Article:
11 October 2010

Thanks very much. It’s my great pleasure to be here this evening at the first UK Passivhaus conference. And to meet people united by a passion for improving the energy efficiency of our buildings.

It is a passion that serves a very real purpose. A quarter of UK emissions come from the home. Another 15% comes from public and commercial buildings.

One in ten business and public buildings scores a G rating for energy performance; that’s right at the bottom of the class. Less than one in a hundred has an A rating.

To meet our ambitious emissions targets, we must radically change the way we use energy in our homes and workplaces.
Saving energy is the cheapest way of closing the gap between supply and demand. And energy efficiency is at the heart of the Government’s programme.

It’s good for the environment, cutting carbon emissions.

It’s good for energy security, reducing our reliance on imported fossil fuels.

And it’s good for hard pressed families, who are wasting money heating inefficient homes.

This principle is at the core of the Passivhaus ethos. In its modern application of ancient principles, the Passivhaus standard represent a watershed moment in our relationship with the built environment.

For much of our history, housing was about conquering the elements; imposing ourselves on the environment in search of comfort.
Passivhaus is a fundamental re-imagining of our relationship with the outdoors.

Rather than seeking to subvert nature and bend it to our will, we can enter into a symbiotic agreement.
Using the forces of nature to drive us toward a greener future.

I would like to see every new home in the UK reach the Passivhaus standard – and there are some beautiful examples on display tonight. We are making progress.

We will ensure that all new homes post-2016 can be zero-carbon, without letting the costs of new build stop the sustainable development we need.

And we will introduce a minimum standard for fabric energy efficiency, based on the recent consultation on the Code for Sustainable Homes.

This will help us to break away from the model of homes being developed at low cost, but which are expensive to run. Moving toward a new concept of value in home ownership.

I also notice that, in Germany, construction costs of the Passivhaus have tumbled with scale.

We need a new paradigm in housing. Where value is measured in the running costs to 2050 and beyond. Where we look at total cost – construction cost and running cost.

The answer is create a new focus on the installation of low carbon measures, which consumers understand and value – and which will reduce the cost of owning a new home.

We also need to make homes that have already been built more energy efficient.

The Technology Strategy Board’s ‘Retrofit for the Future’ Competition is providing some fantastic examples of what is technically possible. Even in the UK, with some of Europe’s oldest housing stock, the Passivhaus standard can be achieved.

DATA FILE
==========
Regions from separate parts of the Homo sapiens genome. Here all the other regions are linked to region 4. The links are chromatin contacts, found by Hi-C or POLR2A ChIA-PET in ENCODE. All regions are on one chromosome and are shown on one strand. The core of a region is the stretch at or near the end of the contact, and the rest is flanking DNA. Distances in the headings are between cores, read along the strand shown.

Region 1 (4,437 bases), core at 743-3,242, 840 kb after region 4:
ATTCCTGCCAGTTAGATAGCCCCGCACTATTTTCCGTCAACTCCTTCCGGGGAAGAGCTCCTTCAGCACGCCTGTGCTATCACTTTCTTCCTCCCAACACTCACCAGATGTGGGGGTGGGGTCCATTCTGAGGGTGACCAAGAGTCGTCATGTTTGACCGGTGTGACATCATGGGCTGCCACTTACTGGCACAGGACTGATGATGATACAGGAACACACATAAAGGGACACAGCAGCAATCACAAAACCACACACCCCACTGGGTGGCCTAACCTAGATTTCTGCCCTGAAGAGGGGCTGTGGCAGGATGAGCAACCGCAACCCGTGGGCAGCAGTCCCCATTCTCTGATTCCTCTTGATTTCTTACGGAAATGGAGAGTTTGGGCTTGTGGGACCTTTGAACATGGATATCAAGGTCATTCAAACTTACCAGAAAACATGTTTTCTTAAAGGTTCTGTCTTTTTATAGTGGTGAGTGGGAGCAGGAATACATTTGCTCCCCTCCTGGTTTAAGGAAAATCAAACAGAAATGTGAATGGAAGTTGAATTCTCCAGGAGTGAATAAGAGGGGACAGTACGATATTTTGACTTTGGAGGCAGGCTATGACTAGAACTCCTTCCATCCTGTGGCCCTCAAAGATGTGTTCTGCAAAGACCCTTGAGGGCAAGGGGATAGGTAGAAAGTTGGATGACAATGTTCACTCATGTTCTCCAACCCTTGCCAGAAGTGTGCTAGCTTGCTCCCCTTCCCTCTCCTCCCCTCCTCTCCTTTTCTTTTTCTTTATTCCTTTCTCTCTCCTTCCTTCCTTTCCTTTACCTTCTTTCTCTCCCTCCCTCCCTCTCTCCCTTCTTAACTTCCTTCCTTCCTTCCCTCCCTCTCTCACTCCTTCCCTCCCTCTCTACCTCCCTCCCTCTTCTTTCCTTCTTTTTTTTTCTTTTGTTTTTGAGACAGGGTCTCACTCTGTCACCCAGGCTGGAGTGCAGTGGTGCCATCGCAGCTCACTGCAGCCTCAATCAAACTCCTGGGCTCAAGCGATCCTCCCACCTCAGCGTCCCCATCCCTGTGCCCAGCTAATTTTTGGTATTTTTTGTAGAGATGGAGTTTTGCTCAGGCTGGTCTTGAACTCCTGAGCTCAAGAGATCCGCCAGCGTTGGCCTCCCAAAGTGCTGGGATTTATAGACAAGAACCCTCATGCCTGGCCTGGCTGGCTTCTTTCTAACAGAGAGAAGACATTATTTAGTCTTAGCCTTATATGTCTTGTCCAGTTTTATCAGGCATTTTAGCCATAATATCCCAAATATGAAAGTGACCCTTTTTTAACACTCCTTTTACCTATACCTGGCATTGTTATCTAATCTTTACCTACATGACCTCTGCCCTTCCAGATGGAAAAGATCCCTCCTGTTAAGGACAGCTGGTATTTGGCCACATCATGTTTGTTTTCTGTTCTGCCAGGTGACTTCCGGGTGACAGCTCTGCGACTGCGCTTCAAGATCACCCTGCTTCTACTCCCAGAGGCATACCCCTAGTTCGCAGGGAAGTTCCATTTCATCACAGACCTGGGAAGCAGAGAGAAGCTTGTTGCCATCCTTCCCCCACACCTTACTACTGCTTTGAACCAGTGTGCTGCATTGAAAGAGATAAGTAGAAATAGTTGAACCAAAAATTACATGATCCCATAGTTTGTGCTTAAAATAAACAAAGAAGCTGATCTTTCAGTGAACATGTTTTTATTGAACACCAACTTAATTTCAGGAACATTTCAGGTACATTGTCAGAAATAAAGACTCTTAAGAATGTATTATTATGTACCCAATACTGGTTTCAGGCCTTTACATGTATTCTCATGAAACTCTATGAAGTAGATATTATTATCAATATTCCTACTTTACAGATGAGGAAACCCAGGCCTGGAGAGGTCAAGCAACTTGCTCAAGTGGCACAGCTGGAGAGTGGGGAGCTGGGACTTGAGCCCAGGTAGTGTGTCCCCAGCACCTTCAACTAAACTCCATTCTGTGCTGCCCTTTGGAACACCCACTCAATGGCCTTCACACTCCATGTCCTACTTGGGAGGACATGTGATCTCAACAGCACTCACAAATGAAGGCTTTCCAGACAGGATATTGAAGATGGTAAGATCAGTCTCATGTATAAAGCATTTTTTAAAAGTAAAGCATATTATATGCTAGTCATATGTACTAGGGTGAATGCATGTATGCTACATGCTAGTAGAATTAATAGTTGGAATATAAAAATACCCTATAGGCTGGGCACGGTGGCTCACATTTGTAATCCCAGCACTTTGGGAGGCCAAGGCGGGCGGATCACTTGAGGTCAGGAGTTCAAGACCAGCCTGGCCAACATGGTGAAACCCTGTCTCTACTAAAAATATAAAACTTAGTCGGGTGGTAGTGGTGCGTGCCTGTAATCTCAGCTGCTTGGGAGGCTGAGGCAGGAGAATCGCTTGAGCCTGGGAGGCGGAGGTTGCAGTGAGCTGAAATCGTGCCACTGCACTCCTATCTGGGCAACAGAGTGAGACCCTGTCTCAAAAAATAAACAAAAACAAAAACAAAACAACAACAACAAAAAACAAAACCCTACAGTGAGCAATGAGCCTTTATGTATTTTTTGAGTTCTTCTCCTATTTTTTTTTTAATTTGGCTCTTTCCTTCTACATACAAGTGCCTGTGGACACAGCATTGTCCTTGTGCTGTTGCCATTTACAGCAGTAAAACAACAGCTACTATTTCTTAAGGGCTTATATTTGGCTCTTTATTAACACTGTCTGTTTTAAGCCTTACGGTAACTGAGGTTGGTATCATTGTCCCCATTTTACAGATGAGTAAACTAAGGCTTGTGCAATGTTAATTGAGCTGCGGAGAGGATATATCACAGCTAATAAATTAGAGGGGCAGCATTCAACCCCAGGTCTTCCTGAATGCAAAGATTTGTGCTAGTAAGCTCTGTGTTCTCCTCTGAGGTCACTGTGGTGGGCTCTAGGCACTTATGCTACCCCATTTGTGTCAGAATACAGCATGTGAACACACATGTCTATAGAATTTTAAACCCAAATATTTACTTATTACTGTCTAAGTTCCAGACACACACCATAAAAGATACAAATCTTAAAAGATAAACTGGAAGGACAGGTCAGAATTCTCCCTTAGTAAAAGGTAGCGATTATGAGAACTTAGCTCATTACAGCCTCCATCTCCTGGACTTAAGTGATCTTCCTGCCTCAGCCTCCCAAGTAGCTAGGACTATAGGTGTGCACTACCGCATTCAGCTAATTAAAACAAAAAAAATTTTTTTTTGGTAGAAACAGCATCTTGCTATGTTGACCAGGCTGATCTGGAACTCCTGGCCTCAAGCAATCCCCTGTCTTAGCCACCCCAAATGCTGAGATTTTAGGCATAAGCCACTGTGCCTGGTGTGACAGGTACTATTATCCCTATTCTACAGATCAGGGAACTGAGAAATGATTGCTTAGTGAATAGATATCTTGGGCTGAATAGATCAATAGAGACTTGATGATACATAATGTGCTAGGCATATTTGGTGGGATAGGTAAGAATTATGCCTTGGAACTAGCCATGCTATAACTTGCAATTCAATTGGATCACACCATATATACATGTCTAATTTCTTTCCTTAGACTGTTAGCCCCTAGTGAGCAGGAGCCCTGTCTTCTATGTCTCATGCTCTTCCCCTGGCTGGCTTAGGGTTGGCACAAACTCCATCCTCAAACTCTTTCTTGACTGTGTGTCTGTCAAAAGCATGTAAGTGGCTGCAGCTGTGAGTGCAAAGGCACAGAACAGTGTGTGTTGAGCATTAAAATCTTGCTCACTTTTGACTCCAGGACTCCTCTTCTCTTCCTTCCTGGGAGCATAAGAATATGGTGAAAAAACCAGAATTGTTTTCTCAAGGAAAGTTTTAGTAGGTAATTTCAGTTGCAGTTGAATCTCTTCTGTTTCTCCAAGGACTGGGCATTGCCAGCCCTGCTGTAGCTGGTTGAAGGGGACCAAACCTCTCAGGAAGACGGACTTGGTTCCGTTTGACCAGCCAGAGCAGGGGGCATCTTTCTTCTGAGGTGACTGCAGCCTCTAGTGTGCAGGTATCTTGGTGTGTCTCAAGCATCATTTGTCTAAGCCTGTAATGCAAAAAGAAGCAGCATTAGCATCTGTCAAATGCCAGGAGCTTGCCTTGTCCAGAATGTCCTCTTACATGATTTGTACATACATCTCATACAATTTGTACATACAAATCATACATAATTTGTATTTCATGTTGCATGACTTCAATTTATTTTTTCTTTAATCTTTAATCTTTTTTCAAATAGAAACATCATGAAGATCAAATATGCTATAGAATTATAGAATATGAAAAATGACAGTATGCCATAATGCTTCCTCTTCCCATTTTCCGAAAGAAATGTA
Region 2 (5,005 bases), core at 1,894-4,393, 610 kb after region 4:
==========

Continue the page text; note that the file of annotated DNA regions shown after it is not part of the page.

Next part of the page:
But it also highlights the cost and disruption, as houses are stripped to their bare bones before efficiency measures are installed.

The biggest challenge we face in retrofitting is not just getting householders on board, but having a credible answer when the going gets tough. When cost or inconvenience is a real barrier to improvement.

At the heart of the Energy bill which we will be introducing later this year will be the Green Deal: a radical programme backed by a completely new finance mechanism.

In times of rising bills and tight family budgets, one of the major barriers to energy improvement is the upfront cost.
The Green Deal will provide a straightforward way for people to find out about energy efficiency measures, finance the work and feel the benefits.

It will offer households the chance to improve their homes without covering all the upfront costs, with the option to repay through savings on the energy bills of them and their successors in the home.

It’s designed to work on a national scale, in the average home. But will also help those who want to fund more ambitious efficiency measures.

And the new Energy Company Obligation will provide additional funding for the vulnerable fuel poor and those in hard to treat homes who may need additional support.

The Green Deal will be underpinned by a strong framework of standards and accreditation - for assessors and installers. Eligible energy efficient measures will be focussed on the building fabric, and will have to be installed to the highest standard.

Using only accredited products, and materials which meet strict performance and safety criteria.

Passivhaus has already overcome many of these hurdles. As we seek to roll out the biggest ever programme of domestic energy improvements, it’s vital that we learn the lessons from other successful schemes. Because the Green Deal will open up the market to lots of people who might not otherwise be interested in home improvements, we have to make sure the accreditation and structures are nailed down, so that the improvements are effective – and cost-effective.

This Coalition is committed to making the UK a leader in energy efficiency. We are committed to a new level of ambition; at a scale never attempted before.

The history of the home is about design and technology bettering comfort and improving efficiency.

From the earliest stone houses – complete with smokeholes – to the grandest Georgian terraces, the heating and lighting of homes had a profound impact on their design.

Now, we have a chance to reverse the trend.

By changing the way we think about our energy use, we can let efficiency in the home drive down demand on a national scale – cutting carbon, saving energy, and saving the planet.

Thank you very much.